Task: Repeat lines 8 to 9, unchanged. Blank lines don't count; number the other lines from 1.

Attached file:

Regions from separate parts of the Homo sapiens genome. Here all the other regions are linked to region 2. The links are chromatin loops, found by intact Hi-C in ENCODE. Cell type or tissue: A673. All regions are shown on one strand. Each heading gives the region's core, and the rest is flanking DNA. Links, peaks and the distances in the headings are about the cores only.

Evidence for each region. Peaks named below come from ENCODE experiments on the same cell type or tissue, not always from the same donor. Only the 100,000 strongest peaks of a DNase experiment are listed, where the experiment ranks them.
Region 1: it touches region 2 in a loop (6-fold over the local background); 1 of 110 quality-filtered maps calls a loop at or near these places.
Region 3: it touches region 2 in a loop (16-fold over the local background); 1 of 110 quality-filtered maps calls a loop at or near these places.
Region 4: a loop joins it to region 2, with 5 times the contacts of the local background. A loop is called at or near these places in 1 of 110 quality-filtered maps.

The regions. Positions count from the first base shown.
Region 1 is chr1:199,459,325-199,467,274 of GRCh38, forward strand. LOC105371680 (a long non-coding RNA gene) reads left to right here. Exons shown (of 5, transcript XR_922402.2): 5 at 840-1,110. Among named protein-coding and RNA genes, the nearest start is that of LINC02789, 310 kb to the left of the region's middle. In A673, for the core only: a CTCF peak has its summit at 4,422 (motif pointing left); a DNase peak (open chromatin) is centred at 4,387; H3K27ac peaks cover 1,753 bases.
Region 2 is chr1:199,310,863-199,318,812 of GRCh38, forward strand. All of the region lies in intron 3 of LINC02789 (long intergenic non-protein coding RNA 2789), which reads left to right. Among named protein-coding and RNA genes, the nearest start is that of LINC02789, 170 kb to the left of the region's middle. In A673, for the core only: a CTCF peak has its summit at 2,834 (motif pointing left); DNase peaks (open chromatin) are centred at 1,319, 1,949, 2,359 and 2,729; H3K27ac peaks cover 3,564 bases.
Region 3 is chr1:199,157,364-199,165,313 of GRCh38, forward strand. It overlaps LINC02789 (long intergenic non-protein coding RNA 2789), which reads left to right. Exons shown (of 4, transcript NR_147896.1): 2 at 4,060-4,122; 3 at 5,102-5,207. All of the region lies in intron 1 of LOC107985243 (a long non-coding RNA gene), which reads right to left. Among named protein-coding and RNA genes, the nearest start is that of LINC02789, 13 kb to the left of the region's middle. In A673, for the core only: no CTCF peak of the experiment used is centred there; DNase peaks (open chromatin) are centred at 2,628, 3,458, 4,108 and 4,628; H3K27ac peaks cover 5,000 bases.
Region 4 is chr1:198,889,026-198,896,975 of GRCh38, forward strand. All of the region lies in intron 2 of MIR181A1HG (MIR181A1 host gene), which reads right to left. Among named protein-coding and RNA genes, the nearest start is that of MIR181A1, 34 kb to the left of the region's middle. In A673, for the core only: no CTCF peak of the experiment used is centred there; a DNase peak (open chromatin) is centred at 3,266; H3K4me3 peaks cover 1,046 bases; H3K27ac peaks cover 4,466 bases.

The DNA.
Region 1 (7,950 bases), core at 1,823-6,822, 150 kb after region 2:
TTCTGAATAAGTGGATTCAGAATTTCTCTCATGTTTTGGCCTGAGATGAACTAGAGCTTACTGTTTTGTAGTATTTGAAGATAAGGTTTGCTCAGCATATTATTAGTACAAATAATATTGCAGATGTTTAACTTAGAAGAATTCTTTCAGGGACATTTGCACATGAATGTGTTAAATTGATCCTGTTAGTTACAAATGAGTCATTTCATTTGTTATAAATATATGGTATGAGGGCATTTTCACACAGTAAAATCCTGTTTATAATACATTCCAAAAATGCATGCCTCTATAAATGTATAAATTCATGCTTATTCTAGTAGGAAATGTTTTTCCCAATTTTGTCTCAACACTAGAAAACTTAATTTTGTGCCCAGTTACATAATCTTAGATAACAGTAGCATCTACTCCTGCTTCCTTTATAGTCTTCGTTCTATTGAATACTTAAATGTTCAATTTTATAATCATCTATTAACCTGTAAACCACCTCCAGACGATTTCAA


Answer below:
Region 2 is chr1:199,310,863-199,318,812 of GRCh38, forward strand. All of the region lies in intron 3 of LINC02789 (long intergenic non-protein coding RNA 2789), which reads left to right. Among named protein-coding and RNA genes, the nearest start is that of LINC02789, 170 kb to the left of the region's middle. In A673, for the core only: a CTCF peak has its summit at 2,834 (motif pointing left); DNase peaks (open chromatin) are centred at 1,319, 1,949, 2,359 and 2,729; H3K27ac peaks cover 3,564 bases.
Region 3 is chr1:199,157,364-199,165,313 of GRCh38, forward strand. It overlaps LINC02789 (long intergenic non-protein coding RNA 2789), which reads left to right. Exons shown (of 4, transcript NR_147896.1): 2 at 4,060-4,122; 3 at 5,102-5,207. All of the region lies in intron 1 of LOC107985243 (a long non-coding RNA gene), which reads right to left. Among named protein-coding and RNA genes, the nearest start is that of LINC02789, 13 kb to the left of the region's middle. In A673, for the core only: no CTCF peak of the experiment used is centred there; DNase peaks (open chromatin) are centred at 2,628, 3,458, 4,108 and 4,628; H3K27ac peaks cover 5,000 bases.